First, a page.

The Bietschhorn, also known as the “King of Valais”, is also part of the world heritage. It is one of the highest and most famous peaks in the Bernese Alps. On its south side, numerous valleys such as the Bietschtal or the Baltschiedertal stretch down to the Rhône valley. These sunny valley slopes were originally too dry for agriculture. In order to still be able to use them, the mountain farmers have, in some cases, built kilometer-long irrigation channels, so-called suonen, artfully built on the steep slopes that supplied the mountain meadows with the necessary water. Almost all bisses have proper names, the oldest systems are built in 10/11. Dated 16th century. Famous suonen are the Bisse du Ro and the Riederi through the Massa gorge. The Lötschental, one of the most pristine Valais valleys, stretches between Bietschhorn and Blümlisalp. that is why it has long been a popular destination for folklorists. With a length of around 23 kilometers and an area of ​​86 km², the Aletsch Glacier is the longest and most powerful glacier in the Alps. Since its greatest expansion around 1860, its surface has been more than 150 meters deeper. In the process, it has lost around 3.4 km² in area. It lies on the southern slope of the Bernese Alps and arose from the glaciers of the Ewigschneefeld, the Jungfraufirn and the Großer Aletschfirn, which unite at the Konkordiaplatz at an altitude of 2,800 meters and there together form the Great Aletsch Glacier. It winds elegantly past the peaks of the majestic three and four thousand meter peaks. Even inexperienced hikers can contemplate the fascinating beauty of the eternal ice on easily accessible high-altitude trails.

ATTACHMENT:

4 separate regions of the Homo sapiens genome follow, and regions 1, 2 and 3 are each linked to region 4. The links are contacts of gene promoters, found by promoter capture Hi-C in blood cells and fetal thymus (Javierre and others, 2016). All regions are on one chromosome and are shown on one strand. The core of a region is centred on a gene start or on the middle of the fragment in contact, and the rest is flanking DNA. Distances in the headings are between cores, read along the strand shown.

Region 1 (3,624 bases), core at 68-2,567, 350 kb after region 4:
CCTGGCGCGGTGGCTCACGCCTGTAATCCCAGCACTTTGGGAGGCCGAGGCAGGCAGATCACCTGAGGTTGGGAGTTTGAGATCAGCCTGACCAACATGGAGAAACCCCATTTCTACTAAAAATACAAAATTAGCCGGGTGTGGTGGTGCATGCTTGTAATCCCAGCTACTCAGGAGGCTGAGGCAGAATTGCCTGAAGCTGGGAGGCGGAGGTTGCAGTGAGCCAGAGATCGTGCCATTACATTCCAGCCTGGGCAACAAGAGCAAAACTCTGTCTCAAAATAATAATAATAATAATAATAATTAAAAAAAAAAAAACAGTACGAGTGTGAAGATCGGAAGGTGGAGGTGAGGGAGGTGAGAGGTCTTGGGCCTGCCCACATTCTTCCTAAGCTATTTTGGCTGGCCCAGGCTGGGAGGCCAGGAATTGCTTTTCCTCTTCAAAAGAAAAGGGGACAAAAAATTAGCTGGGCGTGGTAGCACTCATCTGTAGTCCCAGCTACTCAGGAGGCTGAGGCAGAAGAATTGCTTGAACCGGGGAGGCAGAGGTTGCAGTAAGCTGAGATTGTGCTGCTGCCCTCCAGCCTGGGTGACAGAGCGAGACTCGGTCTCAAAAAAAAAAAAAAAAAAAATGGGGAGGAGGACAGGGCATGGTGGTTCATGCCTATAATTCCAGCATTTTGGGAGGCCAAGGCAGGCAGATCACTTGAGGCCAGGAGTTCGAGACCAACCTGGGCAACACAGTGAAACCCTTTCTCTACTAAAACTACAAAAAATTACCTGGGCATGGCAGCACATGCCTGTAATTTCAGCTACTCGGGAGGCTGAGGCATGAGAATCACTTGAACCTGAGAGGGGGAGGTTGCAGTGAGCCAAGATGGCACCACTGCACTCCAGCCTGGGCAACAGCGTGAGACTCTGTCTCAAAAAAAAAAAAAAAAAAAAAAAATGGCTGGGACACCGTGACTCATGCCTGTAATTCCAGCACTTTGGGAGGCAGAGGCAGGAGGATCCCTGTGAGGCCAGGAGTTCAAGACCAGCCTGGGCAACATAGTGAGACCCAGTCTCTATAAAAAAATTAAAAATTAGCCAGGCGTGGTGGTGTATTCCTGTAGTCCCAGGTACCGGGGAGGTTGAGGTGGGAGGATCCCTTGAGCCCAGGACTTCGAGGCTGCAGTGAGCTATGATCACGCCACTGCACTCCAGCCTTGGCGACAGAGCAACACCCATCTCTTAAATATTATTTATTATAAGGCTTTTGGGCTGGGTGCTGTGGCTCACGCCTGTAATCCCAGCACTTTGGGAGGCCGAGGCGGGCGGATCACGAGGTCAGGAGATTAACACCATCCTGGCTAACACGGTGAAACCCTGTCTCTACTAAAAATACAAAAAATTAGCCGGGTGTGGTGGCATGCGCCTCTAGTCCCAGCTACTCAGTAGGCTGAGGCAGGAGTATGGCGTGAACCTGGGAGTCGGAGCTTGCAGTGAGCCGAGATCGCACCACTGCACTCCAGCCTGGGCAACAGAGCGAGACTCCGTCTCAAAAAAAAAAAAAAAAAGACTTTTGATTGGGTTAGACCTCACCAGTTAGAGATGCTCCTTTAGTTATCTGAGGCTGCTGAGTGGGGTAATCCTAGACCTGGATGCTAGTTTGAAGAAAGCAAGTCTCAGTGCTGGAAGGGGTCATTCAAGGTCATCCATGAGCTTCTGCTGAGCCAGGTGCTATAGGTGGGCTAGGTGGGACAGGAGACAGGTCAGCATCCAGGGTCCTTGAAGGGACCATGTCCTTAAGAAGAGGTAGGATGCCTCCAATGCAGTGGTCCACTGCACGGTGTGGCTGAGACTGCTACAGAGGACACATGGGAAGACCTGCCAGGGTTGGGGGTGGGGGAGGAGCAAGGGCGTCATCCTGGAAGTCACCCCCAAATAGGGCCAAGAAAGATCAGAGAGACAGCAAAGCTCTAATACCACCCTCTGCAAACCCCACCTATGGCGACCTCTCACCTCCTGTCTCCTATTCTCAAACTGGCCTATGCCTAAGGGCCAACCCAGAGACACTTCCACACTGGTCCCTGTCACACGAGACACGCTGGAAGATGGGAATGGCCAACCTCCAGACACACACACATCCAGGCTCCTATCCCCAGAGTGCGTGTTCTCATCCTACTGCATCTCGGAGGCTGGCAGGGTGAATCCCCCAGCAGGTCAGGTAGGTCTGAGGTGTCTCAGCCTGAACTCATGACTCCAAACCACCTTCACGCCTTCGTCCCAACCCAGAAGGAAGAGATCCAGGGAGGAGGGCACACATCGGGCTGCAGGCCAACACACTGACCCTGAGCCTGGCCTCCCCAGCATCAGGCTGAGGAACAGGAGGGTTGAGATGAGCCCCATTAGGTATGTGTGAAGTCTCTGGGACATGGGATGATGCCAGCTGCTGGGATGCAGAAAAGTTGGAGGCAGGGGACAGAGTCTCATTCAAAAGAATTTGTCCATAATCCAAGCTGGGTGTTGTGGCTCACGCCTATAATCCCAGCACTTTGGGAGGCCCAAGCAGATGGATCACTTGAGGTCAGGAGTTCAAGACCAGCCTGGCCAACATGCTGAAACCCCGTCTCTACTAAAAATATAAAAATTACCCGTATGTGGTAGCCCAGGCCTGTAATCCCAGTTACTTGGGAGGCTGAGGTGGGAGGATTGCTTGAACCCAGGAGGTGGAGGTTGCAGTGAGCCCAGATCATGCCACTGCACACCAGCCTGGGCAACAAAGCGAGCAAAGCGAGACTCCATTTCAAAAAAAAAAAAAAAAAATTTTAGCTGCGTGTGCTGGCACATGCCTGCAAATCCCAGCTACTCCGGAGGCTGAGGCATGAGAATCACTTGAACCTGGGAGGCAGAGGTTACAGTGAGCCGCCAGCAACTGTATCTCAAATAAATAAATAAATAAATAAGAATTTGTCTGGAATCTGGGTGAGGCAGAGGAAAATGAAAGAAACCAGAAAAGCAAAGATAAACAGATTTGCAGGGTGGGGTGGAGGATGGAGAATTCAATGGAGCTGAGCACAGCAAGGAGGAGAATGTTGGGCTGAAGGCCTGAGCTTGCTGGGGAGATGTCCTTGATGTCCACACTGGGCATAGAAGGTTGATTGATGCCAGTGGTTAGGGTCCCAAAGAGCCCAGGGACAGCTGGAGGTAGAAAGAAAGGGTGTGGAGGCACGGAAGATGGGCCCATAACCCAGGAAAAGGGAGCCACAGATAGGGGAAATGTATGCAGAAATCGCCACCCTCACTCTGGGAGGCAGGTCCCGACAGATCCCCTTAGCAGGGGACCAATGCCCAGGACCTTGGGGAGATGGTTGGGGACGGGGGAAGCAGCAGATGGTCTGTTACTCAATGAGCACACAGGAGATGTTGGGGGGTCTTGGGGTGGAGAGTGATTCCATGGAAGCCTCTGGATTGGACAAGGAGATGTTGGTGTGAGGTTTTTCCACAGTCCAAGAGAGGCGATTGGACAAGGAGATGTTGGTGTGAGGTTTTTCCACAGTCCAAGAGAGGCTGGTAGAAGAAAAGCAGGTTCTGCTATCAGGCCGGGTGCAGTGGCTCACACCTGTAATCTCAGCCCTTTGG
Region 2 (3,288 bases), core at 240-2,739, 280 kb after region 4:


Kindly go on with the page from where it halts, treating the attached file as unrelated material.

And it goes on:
Swiss Alps 1